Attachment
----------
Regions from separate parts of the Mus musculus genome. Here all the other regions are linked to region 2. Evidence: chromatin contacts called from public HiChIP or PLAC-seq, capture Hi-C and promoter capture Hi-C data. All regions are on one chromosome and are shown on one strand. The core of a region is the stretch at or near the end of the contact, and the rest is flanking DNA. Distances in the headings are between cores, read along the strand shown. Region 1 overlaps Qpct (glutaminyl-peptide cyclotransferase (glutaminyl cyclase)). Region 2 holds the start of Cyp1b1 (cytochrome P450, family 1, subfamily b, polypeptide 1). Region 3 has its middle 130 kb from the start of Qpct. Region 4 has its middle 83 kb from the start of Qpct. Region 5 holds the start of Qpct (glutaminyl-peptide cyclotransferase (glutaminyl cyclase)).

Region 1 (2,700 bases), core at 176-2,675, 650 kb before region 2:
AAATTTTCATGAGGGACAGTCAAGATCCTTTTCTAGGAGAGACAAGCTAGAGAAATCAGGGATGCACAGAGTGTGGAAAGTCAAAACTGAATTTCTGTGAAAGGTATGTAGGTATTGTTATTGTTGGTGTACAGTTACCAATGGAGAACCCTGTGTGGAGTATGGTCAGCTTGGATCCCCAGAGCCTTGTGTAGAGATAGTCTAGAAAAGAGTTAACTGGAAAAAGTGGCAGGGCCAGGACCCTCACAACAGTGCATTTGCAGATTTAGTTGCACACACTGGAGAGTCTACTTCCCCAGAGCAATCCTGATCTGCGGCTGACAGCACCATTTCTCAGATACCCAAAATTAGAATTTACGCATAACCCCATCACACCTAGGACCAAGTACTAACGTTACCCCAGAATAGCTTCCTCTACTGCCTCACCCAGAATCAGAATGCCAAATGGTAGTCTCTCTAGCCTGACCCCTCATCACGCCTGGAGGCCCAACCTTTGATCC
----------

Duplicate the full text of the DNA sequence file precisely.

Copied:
Regions from separate parts of the Mus musculus genome. Here all the other regions are linked to region 2. Evidence: chromatin contacts called from public HiChIP or PLAC-seq, capture Hi-C and promoter capture Hi-C data. All regions are on one chromosome and are shown on one strand. The core of a region is the stretch at or near the end of the contact, and the rest is flanking DNA. Distances in the headings are between cores, read along the strand shown. Region 1 overlaps Qpct (glutaminyl-peptide cyclotransferase (glutaminyl cyclase)). Region 2 holds the start of Cyp1b1 (cytochrome P450, family 1, subfamily b, polypeptide 1). Region 3 has its middle 130 kb from the start of Qpct. Region 4 has its middle 83 kb from the start of Qpct. Region 5 holds the start of Qpct (glutaminyl-peptide cyclotransferase (glutaminyl cyclase)).

Region 1 (2,700 bases), core at 176-2,675, 650 kb before region 2:
AAATTTTCATGAGGGACAGTCAAGATCCTTTTCTAGGAGAGACAAGCTAGAGAAATCAGGGATGCACAGAGTGTGGAAAGTCAAAACTGAATTTCTGTGAAAGGTATGTAGGTATTGTTATTGTTGGTGTACAGTTACCAATGGAGAACCCTGTGTGGAGTATGGTCAGCTTGGATCCCCAGAGCCTTGTGTAGAGATAGTCTAGAAAAGAGTTAACTGGAAAAAGTGGCAGGGCCAGGACCCTCACAACAGTGCATTTGCAGATTTAGTTGCACACACTGGAGAGTCTACTTCCCCAGAGCAATCCTGATCTGCGGCTGACAGCACCATTTCTCAGATACCCAAAATTAGAATTTACGCATAACCCCATCACACCTAGGACCAAGTACTAACGTTACCCCAGAATAGCTTCCTCTACTGCCTCACCCAGAATCAGAATGCCAAATGGTAGTCTCTCTAGCCTGACCCCTCATCACGCCTGGAGGCCCAACCTTTGATCC